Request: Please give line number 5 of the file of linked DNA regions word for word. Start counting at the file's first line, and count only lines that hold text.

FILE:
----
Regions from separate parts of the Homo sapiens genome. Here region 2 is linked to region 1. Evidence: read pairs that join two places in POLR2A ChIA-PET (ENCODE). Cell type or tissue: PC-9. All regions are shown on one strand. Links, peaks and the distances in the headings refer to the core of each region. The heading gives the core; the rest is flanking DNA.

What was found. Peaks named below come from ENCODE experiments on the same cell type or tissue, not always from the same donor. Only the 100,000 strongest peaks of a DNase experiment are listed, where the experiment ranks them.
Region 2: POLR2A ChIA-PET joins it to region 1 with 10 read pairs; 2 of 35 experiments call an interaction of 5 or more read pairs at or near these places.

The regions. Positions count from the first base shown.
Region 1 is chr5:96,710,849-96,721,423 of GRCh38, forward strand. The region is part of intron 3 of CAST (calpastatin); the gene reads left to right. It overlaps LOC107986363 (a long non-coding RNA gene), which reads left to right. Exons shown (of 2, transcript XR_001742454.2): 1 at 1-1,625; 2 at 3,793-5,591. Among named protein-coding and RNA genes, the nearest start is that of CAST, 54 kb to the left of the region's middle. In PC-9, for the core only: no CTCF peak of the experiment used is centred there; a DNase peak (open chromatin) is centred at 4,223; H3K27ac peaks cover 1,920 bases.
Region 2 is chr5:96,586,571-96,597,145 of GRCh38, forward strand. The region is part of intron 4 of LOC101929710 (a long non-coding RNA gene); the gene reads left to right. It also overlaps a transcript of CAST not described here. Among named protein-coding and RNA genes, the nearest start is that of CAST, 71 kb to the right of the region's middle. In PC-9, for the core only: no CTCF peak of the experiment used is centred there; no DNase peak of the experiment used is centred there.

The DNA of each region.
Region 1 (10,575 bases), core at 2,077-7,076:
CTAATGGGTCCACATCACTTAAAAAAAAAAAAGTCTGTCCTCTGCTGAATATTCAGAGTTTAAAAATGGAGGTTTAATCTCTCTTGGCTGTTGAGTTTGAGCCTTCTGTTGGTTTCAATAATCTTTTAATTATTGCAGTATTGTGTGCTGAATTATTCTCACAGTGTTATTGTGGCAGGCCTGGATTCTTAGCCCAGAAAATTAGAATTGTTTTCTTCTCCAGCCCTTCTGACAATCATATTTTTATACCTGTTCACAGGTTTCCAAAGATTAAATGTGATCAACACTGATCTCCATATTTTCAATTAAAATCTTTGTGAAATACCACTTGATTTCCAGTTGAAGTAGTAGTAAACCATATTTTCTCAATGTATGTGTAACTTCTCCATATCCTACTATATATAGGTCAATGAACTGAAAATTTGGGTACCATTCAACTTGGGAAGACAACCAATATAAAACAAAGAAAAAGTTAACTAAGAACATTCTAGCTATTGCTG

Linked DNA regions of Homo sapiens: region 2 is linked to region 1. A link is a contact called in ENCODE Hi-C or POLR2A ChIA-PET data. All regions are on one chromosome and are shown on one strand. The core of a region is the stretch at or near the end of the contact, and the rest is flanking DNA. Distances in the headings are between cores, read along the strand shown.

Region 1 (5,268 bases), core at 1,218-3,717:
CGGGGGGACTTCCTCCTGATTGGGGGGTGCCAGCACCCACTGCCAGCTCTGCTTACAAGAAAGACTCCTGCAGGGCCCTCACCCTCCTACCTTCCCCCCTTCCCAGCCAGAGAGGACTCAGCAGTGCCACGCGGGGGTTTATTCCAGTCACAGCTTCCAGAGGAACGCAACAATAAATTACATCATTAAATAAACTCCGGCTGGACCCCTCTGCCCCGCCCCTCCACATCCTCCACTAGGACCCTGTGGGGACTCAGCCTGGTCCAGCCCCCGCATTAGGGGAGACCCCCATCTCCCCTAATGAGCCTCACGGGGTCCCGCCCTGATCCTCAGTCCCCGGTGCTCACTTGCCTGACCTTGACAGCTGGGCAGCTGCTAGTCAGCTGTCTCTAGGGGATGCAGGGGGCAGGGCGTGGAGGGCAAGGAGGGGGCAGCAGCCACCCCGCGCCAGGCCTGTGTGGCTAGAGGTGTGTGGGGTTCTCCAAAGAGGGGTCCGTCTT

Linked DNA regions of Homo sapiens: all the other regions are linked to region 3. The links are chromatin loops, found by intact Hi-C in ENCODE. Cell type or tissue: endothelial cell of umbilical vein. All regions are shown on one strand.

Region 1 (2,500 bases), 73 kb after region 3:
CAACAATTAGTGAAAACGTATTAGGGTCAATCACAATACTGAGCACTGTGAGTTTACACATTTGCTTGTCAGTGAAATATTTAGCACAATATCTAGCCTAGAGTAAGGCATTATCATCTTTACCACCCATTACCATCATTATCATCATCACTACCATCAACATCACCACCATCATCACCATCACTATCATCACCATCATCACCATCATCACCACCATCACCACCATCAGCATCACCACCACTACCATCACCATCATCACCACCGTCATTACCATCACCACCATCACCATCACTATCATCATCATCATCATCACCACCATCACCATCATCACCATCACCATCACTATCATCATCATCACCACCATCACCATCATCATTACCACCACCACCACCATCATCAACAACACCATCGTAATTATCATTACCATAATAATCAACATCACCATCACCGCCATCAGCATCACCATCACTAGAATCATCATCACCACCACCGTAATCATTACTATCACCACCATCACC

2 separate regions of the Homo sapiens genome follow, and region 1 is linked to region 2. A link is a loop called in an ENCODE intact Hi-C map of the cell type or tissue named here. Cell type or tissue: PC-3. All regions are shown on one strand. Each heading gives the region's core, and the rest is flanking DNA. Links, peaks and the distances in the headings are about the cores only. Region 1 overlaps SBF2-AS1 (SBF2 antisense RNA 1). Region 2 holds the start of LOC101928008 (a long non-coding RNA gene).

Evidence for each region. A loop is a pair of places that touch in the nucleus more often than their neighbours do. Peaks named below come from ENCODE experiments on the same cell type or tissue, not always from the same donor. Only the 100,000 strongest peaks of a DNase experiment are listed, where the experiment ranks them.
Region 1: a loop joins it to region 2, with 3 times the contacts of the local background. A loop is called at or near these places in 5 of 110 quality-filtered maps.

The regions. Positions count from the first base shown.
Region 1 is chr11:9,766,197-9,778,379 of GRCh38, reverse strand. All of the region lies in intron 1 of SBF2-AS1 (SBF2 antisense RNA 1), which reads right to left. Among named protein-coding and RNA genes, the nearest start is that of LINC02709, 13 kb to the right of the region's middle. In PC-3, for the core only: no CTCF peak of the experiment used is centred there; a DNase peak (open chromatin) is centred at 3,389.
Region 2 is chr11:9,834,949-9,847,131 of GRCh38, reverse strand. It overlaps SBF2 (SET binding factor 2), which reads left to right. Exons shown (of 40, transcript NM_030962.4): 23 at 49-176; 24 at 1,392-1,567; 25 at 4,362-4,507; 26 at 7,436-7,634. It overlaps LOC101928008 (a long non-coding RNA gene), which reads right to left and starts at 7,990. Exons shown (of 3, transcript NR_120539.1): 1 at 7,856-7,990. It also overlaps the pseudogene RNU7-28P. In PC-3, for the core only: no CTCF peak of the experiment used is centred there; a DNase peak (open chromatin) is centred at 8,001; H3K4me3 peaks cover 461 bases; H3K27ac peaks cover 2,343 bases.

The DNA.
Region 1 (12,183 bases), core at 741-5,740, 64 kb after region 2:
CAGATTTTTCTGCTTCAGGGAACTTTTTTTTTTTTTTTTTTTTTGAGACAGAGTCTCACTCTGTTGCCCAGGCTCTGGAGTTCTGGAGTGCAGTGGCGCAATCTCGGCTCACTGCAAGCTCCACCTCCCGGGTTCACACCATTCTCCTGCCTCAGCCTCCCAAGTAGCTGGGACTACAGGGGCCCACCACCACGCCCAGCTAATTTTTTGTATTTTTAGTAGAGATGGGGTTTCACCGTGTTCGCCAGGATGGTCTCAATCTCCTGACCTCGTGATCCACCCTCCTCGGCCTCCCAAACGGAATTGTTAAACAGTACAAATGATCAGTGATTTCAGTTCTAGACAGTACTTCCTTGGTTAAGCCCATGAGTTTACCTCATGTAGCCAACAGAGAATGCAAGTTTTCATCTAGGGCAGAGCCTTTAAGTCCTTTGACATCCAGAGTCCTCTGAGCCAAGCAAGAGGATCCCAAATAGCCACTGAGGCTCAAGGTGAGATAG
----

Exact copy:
Region 1 is chr5:96,710,849-96,721,423 of GRCh38, forward strand. The region is part of intron 3 of CAST (calpastatin); the gene reads left to right. It overlaps LOC107986363 (a long non-coding RNA gene), which reads left to right. Exons shown (of 2, transcript XR_001742454.2): 1 at 1-1,625; 2 at 3,793-5,591. Among named protein-coding and RNA genes, the nearest start is that of CAST, 54 kb to the left of the region's middle. In PC-9, for the core only: no CTCF peak of the experiment used is centred there; a DNase peak (open chromatin) is centred at 4,223; H3K27ac peaks cover 1,920 bases.